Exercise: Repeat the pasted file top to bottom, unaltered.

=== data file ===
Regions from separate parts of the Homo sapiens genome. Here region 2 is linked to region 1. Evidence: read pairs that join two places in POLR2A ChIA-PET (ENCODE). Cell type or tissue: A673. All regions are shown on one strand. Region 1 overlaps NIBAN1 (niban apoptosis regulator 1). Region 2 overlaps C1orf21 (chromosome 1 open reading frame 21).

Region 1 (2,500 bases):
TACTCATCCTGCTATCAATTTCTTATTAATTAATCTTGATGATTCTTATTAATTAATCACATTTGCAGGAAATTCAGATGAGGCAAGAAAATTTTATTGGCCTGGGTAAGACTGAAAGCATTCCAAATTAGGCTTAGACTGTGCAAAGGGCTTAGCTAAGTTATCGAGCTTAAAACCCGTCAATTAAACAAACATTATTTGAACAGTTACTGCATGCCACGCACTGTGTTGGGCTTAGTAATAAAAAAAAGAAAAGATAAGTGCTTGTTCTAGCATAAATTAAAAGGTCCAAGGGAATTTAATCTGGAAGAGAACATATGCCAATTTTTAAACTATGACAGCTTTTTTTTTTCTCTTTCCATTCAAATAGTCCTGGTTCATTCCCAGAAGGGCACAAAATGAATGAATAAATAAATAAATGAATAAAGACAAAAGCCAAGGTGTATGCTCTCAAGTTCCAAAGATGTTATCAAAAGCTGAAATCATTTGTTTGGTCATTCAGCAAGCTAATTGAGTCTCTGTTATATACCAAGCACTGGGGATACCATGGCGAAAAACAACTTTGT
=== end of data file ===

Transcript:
Regions from separate parts of the Homo sapiens genome. Here region 2 is linked to region 1. Evidence: read pairs that join two places in POLR2A ChIA-PET (ENCODE). Cell type or tissue: A673. All regions are shown on one strand. Region 1 overlaps NIBAN1 (niban apoptosis regulator 1). Region 2 overlaps C1orf21 (chromosome 1 open reading frame 21).

Region 1 (2,500 bases):
TACTCATCCTGCTATCAATTTCTTATTAATTAATCTTGATGATTCTTATTAATTAATCACATTTGCAGGAAATTCAGATGAGGCAAGAAAATTTTATTGGCCTGGGTAAGACTGAAAGCATTCCAAATTAGGCTTAGACTGTGCAAAGGGCTTAGCTAAGTTATCGAGCTTAAAACCCGTCAATTAAACAAACATTATTTGAACAGTTACTGCATGCCACGCACTGTGTTGGGCTTAGTAATAAAAAAAAGAAAAGATAAGTGCTTGTTCTAGCATAAATTAAAAGGTCCAAGGGAATTTAATCTGGAAGAGAACATATGCCAATTTTTAAACTATGACAGCTTTTTTTTTTCTCTTTCCATTCAAATAGTCCTGGTTCATTCCCAGAAGGGCACAAAATGAATGAATAAATAAATAAATGAATAAAGACAAAAGCCAAGGTGTATGCTCTCAAGTTCCAAAGATGTTATCAAAAGCTGAAATCATTTGTTTGGTCATTCAGCAAGCTAATTGAGTCTCTGTTATATACCAAGCACTGGGGATACCATGGCGAAAAACAACTTTGT